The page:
PLEDGE NOW
Artist And Dissident Ai Weiwei

Ai Weiwei, China’s most famous living artist and most creative political dissident joins us from Beijing for a rare appearance in American media.

Dissident artist Ai Weiwei listens as his lawyer announces over a speakerphone the verdict of Ai's lawsuit against the Beijing tax authorities in Beijing Friday, July 20, 2012. A Beijing court on Friday rejected an appeal by Ai against a more than $2 million fine for tax evasion, which he says is part of an intimidation campaign to stop him from criticizing the government. (AP)

Dissident artist Ai Weiwei listens as his lawyer announces over a speakerphone the verdict of Ai’s lawsuit against the Beijing tax authorities in Beijing Friday, July 20, 2012. A Beijing court on Friday rejected an appeal by Ai against a more than $2 million fine for tax evasion, which he says is part of an intimidation campaign to stop him from criticizing the government. (AP)

Biggest global artist out of China:  Ai Weiwei. Biggest artist provocateur dissident in China:  Ai Weiwei.  Our guest today:  Ai Weiwei.

He’s the irrepressible bearded bear of a gadfly out of Beijing with a twinkle in his eye and the conscience of an ancient nation on his mind.  On Time Magazine’s short list for Person of the Year, right behind winner Barack Obama.

A conceptual artist who’s no stranger to police beatings and imprisonment.  To the wrath of the China’s Communist Party.

This hour, On Point:  live from Beijing, China’s Ai Weiwei.  He’s with us.

-Tom Ashbrook

Guest

Ai Weiwei, Chinese artist and political dissident. (@aiww, @aiwwenglish)

Evan Osnos, China correspondent for the New Yorker. (@eosnos)

From Tom’s Reading List

New Yorker “At the age of fifty-three, Ai has a capacious belly, close-cropped hair, a meaty, expressive face, and a black-and-white beard that stretches to his chest. The full picture is imposing, until he reveals a sly and whimsical sense of humor. “His beard is his makeup,” his brother, Ai Dan, told me.”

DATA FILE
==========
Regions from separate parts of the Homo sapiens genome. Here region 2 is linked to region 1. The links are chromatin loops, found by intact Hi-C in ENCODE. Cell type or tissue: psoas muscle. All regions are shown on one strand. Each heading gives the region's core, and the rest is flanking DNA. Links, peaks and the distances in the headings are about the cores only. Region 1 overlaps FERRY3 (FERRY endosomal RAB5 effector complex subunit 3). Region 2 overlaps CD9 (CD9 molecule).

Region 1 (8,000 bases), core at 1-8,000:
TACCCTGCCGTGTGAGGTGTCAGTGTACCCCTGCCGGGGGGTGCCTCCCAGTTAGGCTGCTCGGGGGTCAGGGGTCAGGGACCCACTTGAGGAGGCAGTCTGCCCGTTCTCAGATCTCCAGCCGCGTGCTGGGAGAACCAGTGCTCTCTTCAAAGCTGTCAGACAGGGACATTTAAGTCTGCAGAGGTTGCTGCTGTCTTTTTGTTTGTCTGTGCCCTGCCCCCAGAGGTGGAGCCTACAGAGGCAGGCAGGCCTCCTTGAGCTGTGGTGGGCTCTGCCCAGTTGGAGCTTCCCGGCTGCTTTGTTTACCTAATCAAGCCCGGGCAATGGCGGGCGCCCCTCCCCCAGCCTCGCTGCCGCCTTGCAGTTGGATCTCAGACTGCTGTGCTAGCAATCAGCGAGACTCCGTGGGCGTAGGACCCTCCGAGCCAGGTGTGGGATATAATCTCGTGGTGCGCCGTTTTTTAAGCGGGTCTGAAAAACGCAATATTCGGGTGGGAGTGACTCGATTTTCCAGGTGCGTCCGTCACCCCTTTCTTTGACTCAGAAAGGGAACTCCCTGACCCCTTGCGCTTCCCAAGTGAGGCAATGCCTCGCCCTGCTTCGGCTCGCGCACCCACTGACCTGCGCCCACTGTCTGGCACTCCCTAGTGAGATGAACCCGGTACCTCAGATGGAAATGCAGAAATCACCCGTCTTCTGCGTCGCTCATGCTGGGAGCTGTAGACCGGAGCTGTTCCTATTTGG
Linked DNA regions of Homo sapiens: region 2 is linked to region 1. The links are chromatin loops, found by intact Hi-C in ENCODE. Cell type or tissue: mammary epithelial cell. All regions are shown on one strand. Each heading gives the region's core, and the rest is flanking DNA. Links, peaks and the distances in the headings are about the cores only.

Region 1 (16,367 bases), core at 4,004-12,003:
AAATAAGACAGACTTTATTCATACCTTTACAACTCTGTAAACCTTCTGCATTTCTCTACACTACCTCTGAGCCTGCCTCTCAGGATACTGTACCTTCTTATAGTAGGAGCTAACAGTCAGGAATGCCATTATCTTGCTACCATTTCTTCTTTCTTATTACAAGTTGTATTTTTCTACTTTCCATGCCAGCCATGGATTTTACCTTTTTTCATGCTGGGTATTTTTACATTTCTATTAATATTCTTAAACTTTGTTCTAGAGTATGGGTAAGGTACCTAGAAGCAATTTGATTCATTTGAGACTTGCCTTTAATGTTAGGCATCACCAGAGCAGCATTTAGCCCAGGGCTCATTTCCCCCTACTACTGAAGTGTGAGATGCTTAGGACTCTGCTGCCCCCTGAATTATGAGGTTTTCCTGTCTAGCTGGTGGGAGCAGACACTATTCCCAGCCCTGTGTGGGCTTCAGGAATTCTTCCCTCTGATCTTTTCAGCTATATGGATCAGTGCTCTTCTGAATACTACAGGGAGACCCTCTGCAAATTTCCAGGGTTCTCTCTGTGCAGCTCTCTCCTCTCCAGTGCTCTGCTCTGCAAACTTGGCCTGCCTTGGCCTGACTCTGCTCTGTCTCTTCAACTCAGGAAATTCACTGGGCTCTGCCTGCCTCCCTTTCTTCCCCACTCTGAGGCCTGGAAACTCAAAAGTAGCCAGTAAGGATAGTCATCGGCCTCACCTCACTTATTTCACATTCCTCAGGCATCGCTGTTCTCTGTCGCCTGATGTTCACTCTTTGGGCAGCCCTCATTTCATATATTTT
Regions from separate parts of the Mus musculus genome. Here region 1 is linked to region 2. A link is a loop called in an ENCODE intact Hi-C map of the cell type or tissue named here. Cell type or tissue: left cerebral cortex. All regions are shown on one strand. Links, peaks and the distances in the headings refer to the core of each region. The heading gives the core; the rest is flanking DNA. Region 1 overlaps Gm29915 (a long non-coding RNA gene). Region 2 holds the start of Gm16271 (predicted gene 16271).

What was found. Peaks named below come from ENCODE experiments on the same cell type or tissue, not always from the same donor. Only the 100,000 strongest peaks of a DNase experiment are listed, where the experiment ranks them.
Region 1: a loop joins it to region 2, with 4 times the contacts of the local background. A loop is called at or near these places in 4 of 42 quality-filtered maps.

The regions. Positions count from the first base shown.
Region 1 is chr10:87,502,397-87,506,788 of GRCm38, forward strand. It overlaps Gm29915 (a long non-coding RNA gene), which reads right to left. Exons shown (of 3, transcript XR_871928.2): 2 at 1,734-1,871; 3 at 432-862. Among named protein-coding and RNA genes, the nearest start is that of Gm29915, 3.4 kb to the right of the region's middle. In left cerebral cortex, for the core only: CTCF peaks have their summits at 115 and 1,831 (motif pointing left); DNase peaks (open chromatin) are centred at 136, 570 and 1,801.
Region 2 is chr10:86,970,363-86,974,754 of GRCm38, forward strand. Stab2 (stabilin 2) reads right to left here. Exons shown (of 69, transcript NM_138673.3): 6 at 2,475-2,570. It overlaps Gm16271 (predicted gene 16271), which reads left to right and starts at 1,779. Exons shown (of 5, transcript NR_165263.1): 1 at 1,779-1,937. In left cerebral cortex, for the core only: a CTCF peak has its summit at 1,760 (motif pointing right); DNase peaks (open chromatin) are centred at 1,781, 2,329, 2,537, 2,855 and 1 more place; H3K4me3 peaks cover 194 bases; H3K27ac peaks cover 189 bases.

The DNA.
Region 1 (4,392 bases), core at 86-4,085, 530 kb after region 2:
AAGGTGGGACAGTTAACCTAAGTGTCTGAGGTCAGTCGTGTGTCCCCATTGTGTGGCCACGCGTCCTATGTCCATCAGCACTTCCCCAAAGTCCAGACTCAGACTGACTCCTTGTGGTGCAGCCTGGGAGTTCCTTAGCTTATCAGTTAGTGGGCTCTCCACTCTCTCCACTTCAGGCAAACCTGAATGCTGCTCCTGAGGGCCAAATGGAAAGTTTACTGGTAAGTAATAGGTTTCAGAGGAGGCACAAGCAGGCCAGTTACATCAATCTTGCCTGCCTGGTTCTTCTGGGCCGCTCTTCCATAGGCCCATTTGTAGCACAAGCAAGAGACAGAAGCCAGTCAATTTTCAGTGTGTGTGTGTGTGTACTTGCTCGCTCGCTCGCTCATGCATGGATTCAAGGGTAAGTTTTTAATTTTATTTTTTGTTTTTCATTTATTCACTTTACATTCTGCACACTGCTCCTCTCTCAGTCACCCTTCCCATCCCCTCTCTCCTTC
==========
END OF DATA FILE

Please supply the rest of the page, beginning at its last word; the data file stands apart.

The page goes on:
New York Times ” Given that a fair proportion of the millions of people who have watched the irresistibly catchy, irrepressibly cheesy YouTube music video“Gangnam Style,” by the South Korean singer Psy, have felt compelled to produce their own version, it’s possibly no surprise that the artist Anish Kapoor has followed suit, even if one doesn’t exactly think of him as the sort of person to be dancing around on YouTube.”

Foreign Policy “The artist, dissident, and provocateur Ai Weiwei has been prohibited from leaving China since last April, when police held him in an isolation cell for 81 days. Passing the time was “impossible,” he told me in an interview last year. “I really wished someone could beat me. Because at least that’s human contact. Then you can see some anger. But to dismiss emotion, to be cut off from any reason, or anger, or fear, psychologically that’s very threatening.””

Video

Check out this recent video of Ai Weiwei doing “Gangnam Style.”

Photos

Here’s a gallery of photos of Ai Weiwei’s art.

Please follow our community rules when engaging in comment discussion on this site.
ONPOINT
TODAY
RECENT
SHOWS
Jun 9, 2016

Newly-minted college graduates on the job hunt. We’ll look at who’s hiring, starting salaries, and strategies for landing that first job.

 
Jun 9, 2016

Europe, India and China, are taking on American tech giants over privacy, monopolies, and more. We’ll look at the global technology pushback against the U.S.A.

On Point Blog
On Point Blog
Jessica Valenti: ‘Objectification Is About Dehumanizing People’
Wednesday, Jun 8, 2016

“There is some power in laying claim to the word victim.” — Jessica Valenti on the Stanford sexual assault case, and the importance of language.

More »
Comment
 
Why The ‘Roots’ Remake Matters (And What Stays The Same)
Tuesday, Jun 7, 2016

The recent remake of “Roots” on the History Channel makes important changes, Morehouse College’s Stephane Dunn argues. But it also holds true to the original story.

More »
Comment
 
Former Trump Advisor Roger Stone: ‘Trump’s Going To Be The Next President’
Monday, Jun 6, 2016

Longtime political consultant Roger Stone apologizes for his “two martini tweets,” even as he predicts Donald Trump will be the next U.S. president.

More »
Comment